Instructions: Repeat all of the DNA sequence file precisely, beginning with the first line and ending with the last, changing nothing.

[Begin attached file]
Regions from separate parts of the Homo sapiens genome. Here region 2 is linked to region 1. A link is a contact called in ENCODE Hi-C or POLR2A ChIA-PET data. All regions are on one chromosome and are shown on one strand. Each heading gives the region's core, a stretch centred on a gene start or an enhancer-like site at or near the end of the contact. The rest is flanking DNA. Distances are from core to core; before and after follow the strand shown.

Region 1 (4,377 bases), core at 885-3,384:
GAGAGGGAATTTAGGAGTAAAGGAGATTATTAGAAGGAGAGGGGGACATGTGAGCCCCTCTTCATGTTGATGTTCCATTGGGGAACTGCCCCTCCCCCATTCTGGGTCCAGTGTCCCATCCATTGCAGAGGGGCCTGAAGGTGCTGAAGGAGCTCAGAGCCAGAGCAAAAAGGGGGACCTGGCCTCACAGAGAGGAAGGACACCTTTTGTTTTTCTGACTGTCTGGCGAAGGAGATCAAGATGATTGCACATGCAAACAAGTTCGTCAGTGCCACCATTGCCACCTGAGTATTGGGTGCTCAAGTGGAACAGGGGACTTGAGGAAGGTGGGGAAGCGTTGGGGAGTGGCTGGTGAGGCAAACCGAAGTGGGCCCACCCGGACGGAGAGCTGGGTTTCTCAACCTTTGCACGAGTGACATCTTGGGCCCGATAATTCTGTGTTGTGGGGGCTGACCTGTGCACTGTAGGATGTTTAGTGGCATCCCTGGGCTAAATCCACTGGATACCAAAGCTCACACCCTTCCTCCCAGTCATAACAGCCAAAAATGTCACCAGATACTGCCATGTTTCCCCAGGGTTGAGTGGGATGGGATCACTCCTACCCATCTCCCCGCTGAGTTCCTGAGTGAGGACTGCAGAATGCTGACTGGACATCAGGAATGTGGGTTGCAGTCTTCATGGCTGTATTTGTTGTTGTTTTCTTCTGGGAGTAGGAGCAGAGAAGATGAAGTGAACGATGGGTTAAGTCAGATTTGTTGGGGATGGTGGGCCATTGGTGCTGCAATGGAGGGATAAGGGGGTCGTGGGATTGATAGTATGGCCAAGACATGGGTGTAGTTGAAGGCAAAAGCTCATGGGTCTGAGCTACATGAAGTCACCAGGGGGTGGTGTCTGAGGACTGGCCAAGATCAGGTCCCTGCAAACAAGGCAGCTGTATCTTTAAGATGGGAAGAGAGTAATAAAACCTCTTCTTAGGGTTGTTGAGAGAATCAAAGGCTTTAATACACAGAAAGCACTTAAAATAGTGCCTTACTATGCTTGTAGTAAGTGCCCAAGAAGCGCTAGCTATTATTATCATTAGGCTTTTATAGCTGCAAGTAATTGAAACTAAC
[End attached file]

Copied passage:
Regions from separate parts of the Homo sapiens genome. Here region 2 is linked to region 1. A link is a contact called in ENCODE Hi-C or POLR2A ChIA-PET data. All regions are on one chromosome and are shown on one strand. Each heading gives the region's core, a stretch centred on a gene start or an enhancer-like site at or near the end of the contact. The rest is flanking DNA. Distances are from core to core; before and after follow the strand shown.

Region 1 (4,377 bases), core at 885-3,384:
GAGAGGGAATTTAGGAGTAAAGGAGATTATTAGAAGGAGAGGGGGACATGTGAGCCCCTCTTCATGTTGATGTTCCATTGGGGAACTGCCCCTCCCCCATTCTGGGTCCAGTGTCCCATCCATTGCAGAGGGGCCTGAAGGTGCTGAAGGAGCTCAGAGCCAGAGCAAAAAGGGGGACCTGGCCTCACAGAGAGGAAGGACACCTTTTGTTTTTCTGACTGTCTGGCGAAGGAGATCAAGATGATTGCACATGCAAACAAGTTCGTCAGTGCCACCATTGCCACCTGAGTATTGGGTGCTCAAGTGGAACAGGGGACTTGAGGAAGGTGGGGAAGCGTTGGGGAGTGGCTGGTGAGGCAAACCGAAGTGGGCCCACCCGGACGGAGAGCTGGGTTTCTCAACCTTTGCACGAGTGACATCTTGGGCCCGATAATTCTGTGTTGTGGGGGCTGACCTGTGCACTGTAGGATGTTTAGTGGCATCCCTGGGCTAAATCCACTGGATACCAAAGCTCACACCCTTCCTCCCAGTCATAACAGCCAAAAATGTCACCAGATACTGCCATGTTTCCCCAGGGTTGAGTGGGATGGGATCACTCCTACCCATCTCCCCGCTGAGTTCCTGAGTGAGGACTGCAGAATGCTGACTGGACATCAGGAATGTGGGTTGCAGTCTTCATGGCTGTATTTGTTGTTGTTTTCTTCTGGGAGTAGGAGCAGAGAAGATGAAGTGAACGATGGGTTAAGTCAGATTTGTTGGGGATGGTGGGCCATTGGTGCTGCAATGGAGGGATAAGGGGGTCGTGGGATTGATAGTATGGCCAAGACATGGGTGTAGTTGAAGGCAAAAGCTCATGGGTCTGAGCTACATGAAGTCACCAGGGGGTGGTGTCTGAGGACTGGCCAAGATCAGGTCCCTGCAAACAAGGCAGCTGTATCTTTAAGATGGGAAGAGAGTAATAAAACCTCTTCTTAGGGTTGTTGAGAGAATCAAAGGCTTTAATACACAGAAAGCACTTAAAATAGTGCCTTACTATGCTTGTAGTAAGTGCCCAAGAAGCGCTAGCTATTATTATCATTAGGCTTTTATAGCTGCAAGTAATTGAAACTAAC